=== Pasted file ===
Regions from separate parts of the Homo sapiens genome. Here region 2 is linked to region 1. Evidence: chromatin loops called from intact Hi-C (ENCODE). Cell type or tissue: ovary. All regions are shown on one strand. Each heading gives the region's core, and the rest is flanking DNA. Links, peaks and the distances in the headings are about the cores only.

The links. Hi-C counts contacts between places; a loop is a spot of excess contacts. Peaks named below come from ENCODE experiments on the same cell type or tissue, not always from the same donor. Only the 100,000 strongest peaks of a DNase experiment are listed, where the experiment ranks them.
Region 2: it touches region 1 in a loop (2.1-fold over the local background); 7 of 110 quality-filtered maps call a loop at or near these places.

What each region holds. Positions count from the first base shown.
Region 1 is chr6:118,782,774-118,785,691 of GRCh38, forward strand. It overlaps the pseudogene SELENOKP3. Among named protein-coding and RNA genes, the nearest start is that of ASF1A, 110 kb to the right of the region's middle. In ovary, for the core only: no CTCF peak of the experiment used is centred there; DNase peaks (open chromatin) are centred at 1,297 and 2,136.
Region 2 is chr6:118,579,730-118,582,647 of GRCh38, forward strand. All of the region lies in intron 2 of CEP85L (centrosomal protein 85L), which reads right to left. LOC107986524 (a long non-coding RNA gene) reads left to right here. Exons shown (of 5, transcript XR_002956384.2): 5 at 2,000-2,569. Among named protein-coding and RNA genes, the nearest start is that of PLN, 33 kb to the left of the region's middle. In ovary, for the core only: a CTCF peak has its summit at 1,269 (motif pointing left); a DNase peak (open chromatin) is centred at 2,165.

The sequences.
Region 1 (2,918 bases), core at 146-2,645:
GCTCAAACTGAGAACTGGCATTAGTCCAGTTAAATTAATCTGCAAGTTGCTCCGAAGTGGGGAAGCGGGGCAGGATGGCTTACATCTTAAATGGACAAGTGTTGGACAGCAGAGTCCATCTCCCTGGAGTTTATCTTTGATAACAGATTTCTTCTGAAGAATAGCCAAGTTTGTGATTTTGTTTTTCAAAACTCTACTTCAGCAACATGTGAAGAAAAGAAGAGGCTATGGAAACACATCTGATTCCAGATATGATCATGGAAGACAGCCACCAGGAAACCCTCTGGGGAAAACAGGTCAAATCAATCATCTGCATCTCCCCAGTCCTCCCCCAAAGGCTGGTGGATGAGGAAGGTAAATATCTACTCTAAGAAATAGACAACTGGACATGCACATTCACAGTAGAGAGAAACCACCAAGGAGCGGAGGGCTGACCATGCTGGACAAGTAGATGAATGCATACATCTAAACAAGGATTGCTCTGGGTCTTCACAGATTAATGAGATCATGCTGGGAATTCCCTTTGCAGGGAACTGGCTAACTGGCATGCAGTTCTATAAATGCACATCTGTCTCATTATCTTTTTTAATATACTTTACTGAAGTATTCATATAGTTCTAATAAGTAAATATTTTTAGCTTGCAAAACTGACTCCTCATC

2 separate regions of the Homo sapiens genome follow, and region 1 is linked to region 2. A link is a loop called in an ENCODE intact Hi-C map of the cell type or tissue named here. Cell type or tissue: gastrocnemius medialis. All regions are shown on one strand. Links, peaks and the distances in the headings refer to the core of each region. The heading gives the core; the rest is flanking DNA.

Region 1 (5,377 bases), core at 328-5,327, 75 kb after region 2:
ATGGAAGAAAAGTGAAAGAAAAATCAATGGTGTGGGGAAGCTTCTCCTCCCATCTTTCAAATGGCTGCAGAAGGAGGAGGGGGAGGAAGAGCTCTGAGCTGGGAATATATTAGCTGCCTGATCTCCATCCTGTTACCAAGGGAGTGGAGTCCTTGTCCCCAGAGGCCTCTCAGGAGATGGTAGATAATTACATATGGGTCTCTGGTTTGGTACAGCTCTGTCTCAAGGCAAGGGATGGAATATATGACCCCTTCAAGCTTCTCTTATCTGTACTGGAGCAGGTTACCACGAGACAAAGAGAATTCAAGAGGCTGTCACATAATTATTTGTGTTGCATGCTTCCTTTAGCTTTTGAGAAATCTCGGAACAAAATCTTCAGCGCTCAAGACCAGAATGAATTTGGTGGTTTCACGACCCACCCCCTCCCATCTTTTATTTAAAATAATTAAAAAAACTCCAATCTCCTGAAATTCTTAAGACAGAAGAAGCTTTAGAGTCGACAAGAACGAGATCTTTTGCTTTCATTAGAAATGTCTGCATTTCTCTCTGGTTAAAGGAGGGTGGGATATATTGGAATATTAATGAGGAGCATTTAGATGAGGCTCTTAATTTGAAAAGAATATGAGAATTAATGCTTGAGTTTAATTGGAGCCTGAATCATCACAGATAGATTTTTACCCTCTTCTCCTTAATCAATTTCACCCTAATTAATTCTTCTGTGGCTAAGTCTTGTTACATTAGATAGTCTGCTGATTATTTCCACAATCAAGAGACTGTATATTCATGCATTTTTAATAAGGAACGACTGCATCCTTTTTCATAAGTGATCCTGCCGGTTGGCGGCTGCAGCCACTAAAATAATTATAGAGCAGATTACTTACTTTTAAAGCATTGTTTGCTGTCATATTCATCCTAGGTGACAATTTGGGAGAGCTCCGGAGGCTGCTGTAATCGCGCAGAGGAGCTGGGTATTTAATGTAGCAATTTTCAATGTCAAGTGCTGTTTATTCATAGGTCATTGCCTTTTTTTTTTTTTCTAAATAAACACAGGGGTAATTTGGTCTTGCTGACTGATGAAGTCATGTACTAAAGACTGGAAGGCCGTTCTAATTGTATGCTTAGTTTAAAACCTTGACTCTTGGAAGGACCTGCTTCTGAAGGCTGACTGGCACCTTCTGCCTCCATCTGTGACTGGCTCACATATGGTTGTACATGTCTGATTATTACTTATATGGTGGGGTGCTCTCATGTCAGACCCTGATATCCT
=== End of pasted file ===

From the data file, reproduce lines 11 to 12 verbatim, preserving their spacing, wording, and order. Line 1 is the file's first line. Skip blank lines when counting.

Region 1 (5,377 bases), core at 328-5,327, 75 kb after region 2:
ATGGAAGAAAAGTGAAAGAAAAATCAATGGTGTGGGGAAGCTTCTCCTCCCATCTTTCAAATGGCTGCAGAAGGAGGAGGGGGAGGAAGAGCTCTGAGCTGGGAATATATTAGCTGCCTGATCTCCATCCTGTTACCAAGGGAGTGGAGTCCTTGTCCCCAGAGGCCTCTCAGGAGATGGTAGATAATTACATATGGGTCTCTGGTTTGGTACAGCTCTGTCTCAAGGCAAGGGATGGAATATATGACCCCTTCAAGCTTCTCTTATCTGTACTGGAGCAGGTTACCACGAGACAAAGAGAATTCAAGAGGCTGTCACATAATTATTTGTGTTGCATGCTTCCTTTAGCTTTTGAGAAATCTCGGAACAAAATCTTCAGCGCTCAAGACCAGAATGAATTTGGTGGTTTCACGACCCACCCCCTCCCATCTTTTATTTAAAATAATTAAAAAAACTCCAATCTCCTGAAATTCTTAAGACAGAAGAAGCTTTAGAGTCGACAAGAACGAGATCTTTTGCTTTCATTAGAAATGTCTGCATTTCTCTCTGGTTAAAGGAGGGTGGGATATATTGGAATATTAATGAGGAGCATTTAGATGAGGCTCTTAATTTGAAAAGAATATGAGAATTAATGCTTGAGTTTAATTGGAGCCTGAATCATCACAGATAGATTTTTACCCTCTTCTCCTTAATCAATTTCACCCTAATTAATTCTTCTGTGGCTAAGTCTTGTTACATTAGATAGTCTGCTGATTATTTCCACAATCAAGAGACTGTATATTCATGCATTTTTAATAAGGAACGACTGCATCCTTTTTCATAAGTGATCCTGCCGGTTGGCGGCTGCAGCCACTAAAATAATTATAGAGCAGATTACTTACTTTTAAAGCATTGTTTGCTGTCATATTCATCCTAGGTGACAATTTGGGAGAGCTCCGGAGGCTGCTGTAATCGCGCAGAGGAGCTGGGTATTTAATGTAGCAATTTTCAATGTCAAGTGCTGTTTATTCATAGGTCATTGCCTTTTTTTTTTTTTCTAAATAAACACAGGGGTAATTTGGTCTTGCTGACTGATGAAGTCATGTACTAAAGACTGGAAGGCCGTTCTAATTGTATGCTTAGTTTAAAACCTTGACTCTTGGAAGGACCTGCTTCTGAAGGCTGACTGGCACCTTCTGCCTCCATCTGTGACTGGCTCACATATGGTTGTACATGTCTGATTATTACTTATATGGTGGGGTGCTCTCATGTCAGACCCTGATATCCT